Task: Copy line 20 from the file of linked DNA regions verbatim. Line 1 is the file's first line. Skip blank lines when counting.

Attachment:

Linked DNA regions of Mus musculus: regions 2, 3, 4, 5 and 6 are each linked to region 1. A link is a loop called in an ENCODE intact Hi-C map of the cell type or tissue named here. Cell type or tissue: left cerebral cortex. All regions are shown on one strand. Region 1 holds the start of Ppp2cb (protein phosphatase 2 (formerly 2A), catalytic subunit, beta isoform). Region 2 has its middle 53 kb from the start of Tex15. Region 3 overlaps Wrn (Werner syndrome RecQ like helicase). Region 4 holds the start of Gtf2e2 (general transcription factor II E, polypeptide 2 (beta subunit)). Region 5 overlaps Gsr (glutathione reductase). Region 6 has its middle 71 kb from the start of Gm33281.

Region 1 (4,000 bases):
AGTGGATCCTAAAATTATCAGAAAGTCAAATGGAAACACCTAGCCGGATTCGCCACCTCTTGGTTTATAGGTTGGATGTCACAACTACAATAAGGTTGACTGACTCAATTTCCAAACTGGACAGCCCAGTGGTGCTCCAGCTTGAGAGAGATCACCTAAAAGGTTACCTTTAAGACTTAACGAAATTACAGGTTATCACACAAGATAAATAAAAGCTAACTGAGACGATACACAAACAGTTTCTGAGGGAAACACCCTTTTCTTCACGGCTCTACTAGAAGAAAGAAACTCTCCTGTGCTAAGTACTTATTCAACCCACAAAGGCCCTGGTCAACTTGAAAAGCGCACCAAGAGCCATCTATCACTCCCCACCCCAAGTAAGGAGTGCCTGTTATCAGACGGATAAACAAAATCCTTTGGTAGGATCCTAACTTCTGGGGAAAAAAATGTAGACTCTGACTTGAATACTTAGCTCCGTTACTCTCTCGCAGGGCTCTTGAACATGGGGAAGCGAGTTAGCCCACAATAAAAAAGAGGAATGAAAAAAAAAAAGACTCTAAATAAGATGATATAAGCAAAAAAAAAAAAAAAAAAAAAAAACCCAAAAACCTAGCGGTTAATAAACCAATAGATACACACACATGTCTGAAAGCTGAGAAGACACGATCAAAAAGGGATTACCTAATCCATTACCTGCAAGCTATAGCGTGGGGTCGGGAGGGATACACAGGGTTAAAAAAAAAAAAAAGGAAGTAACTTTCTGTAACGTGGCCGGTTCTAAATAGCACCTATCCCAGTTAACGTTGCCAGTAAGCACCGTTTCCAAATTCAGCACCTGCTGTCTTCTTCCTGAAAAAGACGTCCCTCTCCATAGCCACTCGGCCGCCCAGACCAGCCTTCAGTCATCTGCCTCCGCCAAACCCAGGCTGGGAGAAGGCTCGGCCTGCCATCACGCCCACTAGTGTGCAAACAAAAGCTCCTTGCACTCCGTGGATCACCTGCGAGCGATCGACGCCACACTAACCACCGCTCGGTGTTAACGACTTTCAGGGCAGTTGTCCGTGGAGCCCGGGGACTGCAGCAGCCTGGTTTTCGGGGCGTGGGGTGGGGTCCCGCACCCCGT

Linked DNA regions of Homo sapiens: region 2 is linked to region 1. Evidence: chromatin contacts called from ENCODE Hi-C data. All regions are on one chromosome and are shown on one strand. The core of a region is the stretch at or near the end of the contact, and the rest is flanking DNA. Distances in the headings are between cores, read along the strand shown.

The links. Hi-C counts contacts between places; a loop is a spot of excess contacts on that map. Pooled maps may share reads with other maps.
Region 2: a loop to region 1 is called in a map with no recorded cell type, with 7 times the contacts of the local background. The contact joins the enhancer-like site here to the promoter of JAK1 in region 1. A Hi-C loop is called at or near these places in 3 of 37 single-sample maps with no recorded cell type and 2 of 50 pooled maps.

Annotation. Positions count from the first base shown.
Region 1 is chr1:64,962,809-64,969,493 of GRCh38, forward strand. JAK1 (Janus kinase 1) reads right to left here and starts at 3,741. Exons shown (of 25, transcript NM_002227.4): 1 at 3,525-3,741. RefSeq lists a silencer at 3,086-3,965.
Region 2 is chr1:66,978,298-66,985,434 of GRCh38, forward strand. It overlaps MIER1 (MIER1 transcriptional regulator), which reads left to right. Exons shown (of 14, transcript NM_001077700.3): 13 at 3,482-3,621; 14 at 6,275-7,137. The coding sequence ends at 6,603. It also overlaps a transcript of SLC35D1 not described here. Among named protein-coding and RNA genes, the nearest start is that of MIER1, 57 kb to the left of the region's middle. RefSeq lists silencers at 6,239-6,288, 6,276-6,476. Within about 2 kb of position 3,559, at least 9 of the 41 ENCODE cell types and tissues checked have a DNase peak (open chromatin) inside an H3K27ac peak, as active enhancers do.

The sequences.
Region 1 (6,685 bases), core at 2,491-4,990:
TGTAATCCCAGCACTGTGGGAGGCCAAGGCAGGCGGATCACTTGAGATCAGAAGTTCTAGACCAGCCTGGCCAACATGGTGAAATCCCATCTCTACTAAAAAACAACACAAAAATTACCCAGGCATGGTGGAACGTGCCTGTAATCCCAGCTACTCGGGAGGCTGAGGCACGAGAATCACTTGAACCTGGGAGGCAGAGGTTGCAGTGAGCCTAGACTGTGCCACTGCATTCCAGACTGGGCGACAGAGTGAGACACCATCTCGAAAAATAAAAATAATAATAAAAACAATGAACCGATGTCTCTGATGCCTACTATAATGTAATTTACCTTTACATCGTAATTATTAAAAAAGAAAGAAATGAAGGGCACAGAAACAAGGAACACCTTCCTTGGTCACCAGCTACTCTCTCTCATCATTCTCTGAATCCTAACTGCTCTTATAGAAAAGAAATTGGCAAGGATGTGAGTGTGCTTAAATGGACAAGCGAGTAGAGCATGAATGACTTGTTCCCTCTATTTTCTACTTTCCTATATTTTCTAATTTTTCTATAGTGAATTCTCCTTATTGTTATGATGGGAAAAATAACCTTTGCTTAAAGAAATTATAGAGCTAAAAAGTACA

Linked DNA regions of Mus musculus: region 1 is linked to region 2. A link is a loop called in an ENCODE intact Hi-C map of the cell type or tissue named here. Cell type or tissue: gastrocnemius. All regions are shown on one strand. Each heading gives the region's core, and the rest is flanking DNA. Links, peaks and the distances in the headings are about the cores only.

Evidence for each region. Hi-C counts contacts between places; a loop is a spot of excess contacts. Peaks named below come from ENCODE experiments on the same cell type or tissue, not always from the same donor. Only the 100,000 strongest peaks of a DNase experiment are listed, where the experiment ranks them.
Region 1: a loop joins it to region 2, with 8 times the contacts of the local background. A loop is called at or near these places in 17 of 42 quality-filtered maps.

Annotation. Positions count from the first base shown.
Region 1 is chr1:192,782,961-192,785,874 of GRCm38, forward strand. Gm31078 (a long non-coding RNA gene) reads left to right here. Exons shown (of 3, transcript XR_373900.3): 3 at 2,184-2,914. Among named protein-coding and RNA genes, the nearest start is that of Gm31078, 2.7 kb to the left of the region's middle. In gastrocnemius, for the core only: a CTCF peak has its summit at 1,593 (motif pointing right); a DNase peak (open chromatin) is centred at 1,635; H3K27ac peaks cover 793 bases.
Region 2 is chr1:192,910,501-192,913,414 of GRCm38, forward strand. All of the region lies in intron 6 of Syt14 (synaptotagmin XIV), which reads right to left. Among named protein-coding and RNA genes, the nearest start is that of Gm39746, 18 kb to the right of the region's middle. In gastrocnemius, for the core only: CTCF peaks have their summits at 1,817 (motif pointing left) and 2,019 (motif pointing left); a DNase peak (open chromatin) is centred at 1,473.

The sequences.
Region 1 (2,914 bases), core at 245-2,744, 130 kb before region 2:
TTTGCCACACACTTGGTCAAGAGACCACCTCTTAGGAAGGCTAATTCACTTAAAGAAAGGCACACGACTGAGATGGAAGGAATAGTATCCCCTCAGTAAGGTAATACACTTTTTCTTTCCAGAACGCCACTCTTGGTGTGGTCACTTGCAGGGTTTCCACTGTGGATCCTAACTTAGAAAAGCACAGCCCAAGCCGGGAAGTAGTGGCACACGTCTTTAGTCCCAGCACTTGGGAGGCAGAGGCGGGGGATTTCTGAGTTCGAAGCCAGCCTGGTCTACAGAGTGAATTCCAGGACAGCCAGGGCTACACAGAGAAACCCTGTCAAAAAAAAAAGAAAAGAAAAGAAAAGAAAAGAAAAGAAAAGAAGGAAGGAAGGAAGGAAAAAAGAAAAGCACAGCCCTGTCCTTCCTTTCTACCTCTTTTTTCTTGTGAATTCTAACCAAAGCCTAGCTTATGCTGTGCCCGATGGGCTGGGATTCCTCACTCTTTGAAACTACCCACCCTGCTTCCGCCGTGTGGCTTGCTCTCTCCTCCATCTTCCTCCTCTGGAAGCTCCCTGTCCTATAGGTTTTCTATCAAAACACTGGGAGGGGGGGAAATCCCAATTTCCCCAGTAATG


Region 1 (2,914 bases), core at 245-2,744, 130 kb before region 2: